March 2019 News
'Everything Went Black': Attack Rattles A Tense Jammu And Kashmir7 March 2019
The New York Times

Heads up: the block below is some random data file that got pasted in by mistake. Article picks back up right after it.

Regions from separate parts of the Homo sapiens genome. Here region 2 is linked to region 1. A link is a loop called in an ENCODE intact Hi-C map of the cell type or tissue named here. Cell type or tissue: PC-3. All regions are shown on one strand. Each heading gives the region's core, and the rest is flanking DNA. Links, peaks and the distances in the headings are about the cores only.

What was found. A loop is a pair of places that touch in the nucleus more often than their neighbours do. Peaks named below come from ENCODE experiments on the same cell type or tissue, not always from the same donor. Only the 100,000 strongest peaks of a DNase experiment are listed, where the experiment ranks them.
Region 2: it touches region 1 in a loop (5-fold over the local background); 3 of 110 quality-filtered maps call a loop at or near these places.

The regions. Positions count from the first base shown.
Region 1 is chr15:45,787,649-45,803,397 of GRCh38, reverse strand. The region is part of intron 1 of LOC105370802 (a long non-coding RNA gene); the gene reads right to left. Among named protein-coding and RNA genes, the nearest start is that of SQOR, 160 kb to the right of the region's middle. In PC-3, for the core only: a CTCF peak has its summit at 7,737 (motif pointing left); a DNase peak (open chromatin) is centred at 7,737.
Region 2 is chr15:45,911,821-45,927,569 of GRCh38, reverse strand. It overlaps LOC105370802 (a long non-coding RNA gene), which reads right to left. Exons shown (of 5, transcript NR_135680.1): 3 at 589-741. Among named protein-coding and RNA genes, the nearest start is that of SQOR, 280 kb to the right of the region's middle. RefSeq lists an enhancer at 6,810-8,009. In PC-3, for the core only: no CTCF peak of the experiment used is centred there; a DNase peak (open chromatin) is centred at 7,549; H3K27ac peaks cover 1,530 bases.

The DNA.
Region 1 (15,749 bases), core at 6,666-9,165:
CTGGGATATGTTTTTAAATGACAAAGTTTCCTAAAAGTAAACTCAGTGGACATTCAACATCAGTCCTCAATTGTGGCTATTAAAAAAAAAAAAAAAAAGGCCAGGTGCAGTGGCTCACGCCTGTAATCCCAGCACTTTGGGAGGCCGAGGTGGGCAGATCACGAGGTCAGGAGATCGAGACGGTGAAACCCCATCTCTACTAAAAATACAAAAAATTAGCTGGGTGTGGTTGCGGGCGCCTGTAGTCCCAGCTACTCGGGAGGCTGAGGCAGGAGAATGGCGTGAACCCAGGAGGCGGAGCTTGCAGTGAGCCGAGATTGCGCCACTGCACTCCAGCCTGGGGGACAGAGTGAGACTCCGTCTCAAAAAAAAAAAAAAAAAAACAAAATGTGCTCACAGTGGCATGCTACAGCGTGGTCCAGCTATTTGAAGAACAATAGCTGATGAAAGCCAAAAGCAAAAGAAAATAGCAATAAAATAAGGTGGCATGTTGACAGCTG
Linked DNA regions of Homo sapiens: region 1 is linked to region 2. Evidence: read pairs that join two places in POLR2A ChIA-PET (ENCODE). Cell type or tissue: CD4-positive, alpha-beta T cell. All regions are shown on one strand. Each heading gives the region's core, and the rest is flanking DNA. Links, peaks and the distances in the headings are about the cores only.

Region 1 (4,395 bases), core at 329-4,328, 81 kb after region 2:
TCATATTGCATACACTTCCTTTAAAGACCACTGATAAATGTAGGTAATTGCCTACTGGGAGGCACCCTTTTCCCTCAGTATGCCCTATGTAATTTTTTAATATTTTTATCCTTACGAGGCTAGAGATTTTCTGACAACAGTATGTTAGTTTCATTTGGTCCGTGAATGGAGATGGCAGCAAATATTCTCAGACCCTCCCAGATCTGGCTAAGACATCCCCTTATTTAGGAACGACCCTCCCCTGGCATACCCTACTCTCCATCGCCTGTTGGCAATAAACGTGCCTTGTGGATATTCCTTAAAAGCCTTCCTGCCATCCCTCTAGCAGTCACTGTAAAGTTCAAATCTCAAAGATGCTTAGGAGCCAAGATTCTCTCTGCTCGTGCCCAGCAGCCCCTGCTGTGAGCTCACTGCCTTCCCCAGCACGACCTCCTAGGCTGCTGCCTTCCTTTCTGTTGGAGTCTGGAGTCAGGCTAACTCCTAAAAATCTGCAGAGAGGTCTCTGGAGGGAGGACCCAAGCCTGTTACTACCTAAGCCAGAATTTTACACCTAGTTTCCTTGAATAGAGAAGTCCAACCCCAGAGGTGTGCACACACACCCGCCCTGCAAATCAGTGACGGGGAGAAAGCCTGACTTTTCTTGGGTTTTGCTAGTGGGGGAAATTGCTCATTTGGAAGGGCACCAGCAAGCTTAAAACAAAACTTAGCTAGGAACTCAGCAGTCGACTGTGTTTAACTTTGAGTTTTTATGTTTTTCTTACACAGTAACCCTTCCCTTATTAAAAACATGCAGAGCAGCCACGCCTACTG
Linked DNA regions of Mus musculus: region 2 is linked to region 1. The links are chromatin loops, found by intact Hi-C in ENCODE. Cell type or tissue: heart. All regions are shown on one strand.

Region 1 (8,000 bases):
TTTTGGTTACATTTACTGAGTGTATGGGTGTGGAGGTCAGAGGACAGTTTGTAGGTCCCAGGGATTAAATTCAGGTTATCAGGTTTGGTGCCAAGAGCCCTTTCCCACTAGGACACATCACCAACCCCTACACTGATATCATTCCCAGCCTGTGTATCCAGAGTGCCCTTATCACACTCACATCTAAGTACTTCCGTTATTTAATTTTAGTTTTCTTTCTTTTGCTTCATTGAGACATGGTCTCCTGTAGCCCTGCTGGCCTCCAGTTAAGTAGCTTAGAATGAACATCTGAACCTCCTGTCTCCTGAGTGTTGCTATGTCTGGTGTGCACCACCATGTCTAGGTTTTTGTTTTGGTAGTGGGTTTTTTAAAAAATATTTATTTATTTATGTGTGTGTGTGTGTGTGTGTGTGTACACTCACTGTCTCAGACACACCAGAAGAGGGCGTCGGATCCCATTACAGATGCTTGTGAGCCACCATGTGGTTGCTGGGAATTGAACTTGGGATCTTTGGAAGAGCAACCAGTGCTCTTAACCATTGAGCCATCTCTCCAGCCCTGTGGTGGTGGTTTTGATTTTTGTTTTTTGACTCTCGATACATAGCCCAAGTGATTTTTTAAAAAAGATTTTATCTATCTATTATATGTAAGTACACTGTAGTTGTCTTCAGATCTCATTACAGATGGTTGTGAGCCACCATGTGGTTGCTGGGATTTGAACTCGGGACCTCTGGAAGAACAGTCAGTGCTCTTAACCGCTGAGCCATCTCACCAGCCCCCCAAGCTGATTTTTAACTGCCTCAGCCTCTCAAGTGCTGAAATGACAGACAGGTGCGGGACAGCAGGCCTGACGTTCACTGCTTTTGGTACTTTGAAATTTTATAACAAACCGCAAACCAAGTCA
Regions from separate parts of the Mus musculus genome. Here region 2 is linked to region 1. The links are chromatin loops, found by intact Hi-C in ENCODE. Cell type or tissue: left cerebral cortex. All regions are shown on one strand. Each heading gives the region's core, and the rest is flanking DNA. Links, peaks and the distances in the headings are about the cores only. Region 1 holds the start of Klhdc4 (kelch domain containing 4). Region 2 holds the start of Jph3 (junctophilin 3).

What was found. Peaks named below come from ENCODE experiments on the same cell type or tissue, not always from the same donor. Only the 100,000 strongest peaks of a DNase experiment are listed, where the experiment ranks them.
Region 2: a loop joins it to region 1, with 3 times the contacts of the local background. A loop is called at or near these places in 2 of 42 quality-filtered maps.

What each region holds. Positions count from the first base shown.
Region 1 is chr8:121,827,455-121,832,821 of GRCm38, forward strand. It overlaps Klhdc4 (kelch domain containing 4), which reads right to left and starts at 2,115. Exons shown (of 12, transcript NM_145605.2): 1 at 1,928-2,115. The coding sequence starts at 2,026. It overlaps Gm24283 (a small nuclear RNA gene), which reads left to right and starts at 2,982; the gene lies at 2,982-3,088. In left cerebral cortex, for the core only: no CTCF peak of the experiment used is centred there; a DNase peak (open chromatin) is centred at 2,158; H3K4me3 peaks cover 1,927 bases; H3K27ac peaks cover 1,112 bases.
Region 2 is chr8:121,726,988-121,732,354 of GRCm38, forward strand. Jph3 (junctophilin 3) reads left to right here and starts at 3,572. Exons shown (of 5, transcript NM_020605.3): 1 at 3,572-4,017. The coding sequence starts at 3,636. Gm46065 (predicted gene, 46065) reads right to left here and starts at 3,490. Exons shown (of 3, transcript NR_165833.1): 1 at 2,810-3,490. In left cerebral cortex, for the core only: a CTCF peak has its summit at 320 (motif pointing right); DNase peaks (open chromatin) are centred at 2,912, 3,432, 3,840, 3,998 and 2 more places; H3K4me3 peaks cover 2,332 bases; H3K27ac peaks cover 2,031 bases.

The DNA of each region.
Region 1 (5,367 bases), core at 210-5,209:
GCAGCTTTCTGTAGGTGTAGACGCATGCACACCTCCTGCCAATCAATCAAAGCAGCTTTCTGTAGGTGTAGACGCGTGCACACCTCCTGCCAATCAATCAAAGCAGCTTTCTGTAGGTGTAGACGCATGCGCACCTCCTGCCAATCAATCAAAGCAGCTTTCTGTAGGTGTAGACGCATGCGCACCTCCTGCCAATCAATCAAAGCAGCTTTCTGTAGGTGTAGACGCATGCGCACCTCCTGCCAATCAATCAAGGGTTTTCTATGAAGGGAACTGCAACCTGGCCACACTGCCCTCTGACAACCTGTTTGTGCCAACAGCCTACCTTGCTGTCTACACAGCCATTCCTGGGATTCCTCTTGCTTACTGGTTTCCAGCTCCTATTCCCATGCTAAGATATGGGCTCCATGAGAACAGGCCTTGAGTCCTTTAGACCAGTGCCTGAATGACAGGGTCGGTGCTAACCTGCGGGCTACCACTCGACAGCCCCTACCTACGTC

Srinagar: Fears of communal violence were once again raised in the disputed region of Jammu and Kashmir on Thursday when a grenade blew up at a crowded bus stand, killing one person and wounding many others. Around the same time, videos of two Indian men beating Kashmiri street vendors in a northern Indian city went viral online, further stoking tensions. The violence followed a week of hostilities in Kashmir between India and Pakistan, both of which claim the mountainous region. On Thursday, witnesses said that a young man lobbed a grenade toward a crowd of people, including many students, who were waiting for a bus in central Jammu, one of the larger cities in the Indian-controlled part of Kashmir. 'There was a loud bang - everything went black in front of my eyes,' said Sat Kumar, a trader, who was taken to the hospital along with more than two dozen others who were injured in the attack, some critically. The young man who threw the grenade initially got away. But later in the day, Indian police officials said they had apprehended someone with the help of CCTV footage. Indian officials identified the suspect as a 17-year-old Kashmiri who was part of a militant group fighting against Indian rule in Kashmir. The police said that during an interrogation, he had confessed to throwing the grenade. Last month, a young Kashmiri separatist blew up a bus full of Indian soldiers, setting off a sharply escalating military crisis between India and Pakistan, which India has accused of supporting separatist militants. India and Pakistan have feuded for decades, and both wield nuclear arms. Other countries, including the United States and China, have urged the two sides to step away from conflict. The crisis was somewhat defused late last week after Pakistan returned an Indian pilot whose plane it shot down over Kashmir. Some in the region have wondered whether the bus stand attack might be connected to India's coming elections and a nefarious effort to provoke animosities between Hindus and Muslims in the country. The Jammu area is predominantly Hindu, while the larger Jammu and Kashmir region is majority Muslim. Jammu has a history of religious tensions erupting into violence. M.K. Sinha, a police official in Jammu, urged people to remain calm. 'The culprits will not be spared,' he said. India and Pakistan continue to eye each other warily, and artillery shells continue to fly across the disputed border in Kashmir. Last week, shelling killed several people on both sides of the border. In Lucknow, a large city in northern India, the police arrested four people on Thursday on suspicion of beating up Kashmiri street vendors after a video went viral that showed the attack. Wearing saffron shirts, the color favored by many Hindu nationalists, the attackers called the street vendors 'terrorists' and said, 'You sell here and throw stones there,' referring to protests in Kashmir. The attackers slapped the Kashmiri men in the face and hit them with a long wooden stick. This was hardly an isolated incident. After the Indian convoy was attacked in mid-February, hundreds of Kashmiri college students at universities in India were chased off their campuses, and some were beaten up. And in New Delhi, the capital, some Kashmiris were thrown out by their landlords simply for being Kashmiri.